Belhaven University, affiliated with the Presbyterian Church (U.S.A.), seeks a five-year grant to establish the Rural Mississippi Pastors Initiative (RMPI), an effort to connect, equip, and empower 80 rural pastors from across the state to help them strengthen their leadership skills and thus help their congregations and communities to flourish. RMPI will recruit two cohorts of 40 pastors each who are serving rural communities throughout Mississippi. Gathering regularly during a 24-month period, the pastors will build supportive and lasting peer relationships, form mentoring relationships with experienced rural pastors and engage in consultations with experts on specific leadership challenges, such as conflict resolution, finance, governance and communication. Through these activities, the program seeks to deepen each pastor’s understanding of his or her professional identity. To sustain this program, Belhaven’s development office will cultivate financial support from their network of large churches and their alumni/ae donor base.
The Sisters of St. Benedict of Beech Grove, Indiana, through the Benedict Inn Retreat & Conference Center, received a five-year grant to support its Thriving in Ministry project. Focused on women clergy, this project will gather 40 clergywomen from different Protestant denominations in two cohorts for five, 10-day retreats that include learning, prayer and spiritual mentoring (Women Touched by Grace). Additionally, each year 20 clergywomen will gather to participate in learning sessions focused on moving gracefully through transitions in their personal and professional lives (Grace Filled Turnings). Training women clergy to act as mentors is also part of this initiative (A Multitude of Mentors). To sustain this project, the Benedict Inn will draw on an established fund that invites parishioners, families, friends and judicatories to provide financial support.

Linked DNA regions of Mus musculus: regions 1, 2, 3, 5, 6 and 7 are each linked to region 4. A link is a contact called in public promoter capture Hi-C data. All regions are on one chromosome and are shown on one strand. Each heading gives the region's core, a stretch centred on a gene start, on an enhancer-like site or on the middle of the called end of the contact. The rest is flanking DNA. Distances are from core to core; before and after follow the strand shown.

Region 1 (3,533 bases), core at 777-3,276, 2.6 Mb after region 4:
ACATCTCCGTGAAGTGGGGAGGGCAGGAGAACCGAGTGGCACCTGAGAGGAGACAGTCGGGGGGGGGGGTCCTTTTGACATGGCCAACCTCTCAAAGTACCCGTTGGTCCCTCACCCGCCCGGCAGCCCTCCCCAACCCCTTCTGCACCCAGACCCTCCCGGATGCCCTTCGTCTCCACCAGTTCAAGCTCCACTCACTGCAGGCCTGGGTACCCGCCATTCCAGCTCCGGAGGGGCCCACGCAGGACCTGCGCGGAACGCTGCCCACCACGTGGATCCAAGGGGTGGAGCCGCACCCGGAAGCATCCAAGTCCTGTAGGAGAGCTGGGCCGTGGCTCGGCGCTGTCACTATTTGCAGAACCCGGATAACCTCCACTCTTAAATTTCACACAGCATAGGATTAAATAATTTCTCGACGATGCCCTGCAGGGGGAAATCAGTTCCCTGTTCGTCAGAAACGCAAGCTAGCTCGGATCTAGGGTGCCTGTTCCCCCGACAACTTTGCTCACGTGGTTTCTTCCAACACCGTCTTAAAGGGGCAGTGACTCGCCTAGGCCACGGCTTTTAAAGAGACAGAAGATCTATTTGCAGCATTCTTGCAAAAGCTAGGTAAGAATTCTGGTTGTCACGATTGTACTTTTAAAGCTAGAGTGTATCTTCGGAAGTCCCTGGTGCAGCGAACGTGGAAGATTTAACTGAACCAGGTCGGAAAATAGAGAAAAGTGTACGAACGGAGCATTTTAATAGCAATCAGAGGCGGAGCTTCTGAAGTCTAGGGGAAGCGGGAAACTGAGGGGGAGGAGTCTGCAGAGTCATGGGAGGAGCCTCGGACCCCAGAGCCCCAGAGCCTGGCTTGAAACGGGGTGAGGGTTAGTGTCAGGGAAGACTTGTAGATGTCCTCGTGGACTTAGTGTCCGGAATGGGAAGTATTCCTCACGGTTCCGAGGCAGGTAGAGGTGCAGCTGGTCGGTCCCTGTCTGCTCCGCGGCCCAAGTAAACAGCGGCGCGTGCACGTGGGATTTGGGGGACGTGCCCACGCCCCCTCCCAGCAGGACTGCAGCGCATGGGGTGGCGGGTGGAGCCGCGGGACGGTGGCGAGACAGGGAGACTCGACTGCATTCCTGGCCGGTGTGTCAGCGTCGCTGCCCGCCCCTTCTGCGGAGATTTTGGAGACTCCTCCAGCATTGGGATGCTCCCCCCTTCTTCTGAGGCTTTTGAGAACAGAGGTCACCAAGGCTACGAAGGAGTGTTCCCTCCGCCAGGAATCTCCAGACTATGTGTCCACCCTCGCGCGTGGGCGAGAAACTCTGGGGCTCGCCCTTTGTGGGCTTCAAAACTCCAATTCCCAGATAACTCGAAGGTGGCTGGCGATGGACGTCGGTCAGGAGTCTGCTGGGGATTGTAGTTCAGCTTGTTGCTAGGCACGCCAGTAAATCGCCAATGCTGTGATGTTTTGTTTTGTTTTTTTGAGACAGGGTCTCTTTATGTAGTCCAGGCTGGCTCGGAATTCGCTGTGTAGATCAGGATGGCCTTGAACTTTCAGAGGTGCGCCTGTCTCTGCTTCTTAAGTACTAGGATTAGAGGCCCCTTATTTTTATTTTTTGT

The Benedictine Sisters of Cullman, Alabama, a Roman Catholic religious community grounded in the Benedictine tradition, seeks a five-year grant to support its Women at the Wellsprings: Drawing from Timeless Springs to Nourish Ministry Today program. Through this effort, the Benedictine Sisters will help ecumenical groups of women pastoral leaders thrive in their congregational leadership role by sharing with them the Benedictine values of hospitality and community and engaging them in the spiritual practices of prayer and hospitality from the Benedictine monastic tradition. The program will gather groups of women pastoral leaders five times in two and a half years for eight day sessions of worship, prayer, peer group reflection, presentations and rest. In addition, the pastoral leaders will develop a plan to engage in spiritual practices that they will implement when they return home. To sustain this effort after the grant period concludes, Benedictine Sisters will invite participants to raise funds through their congregations and denominations.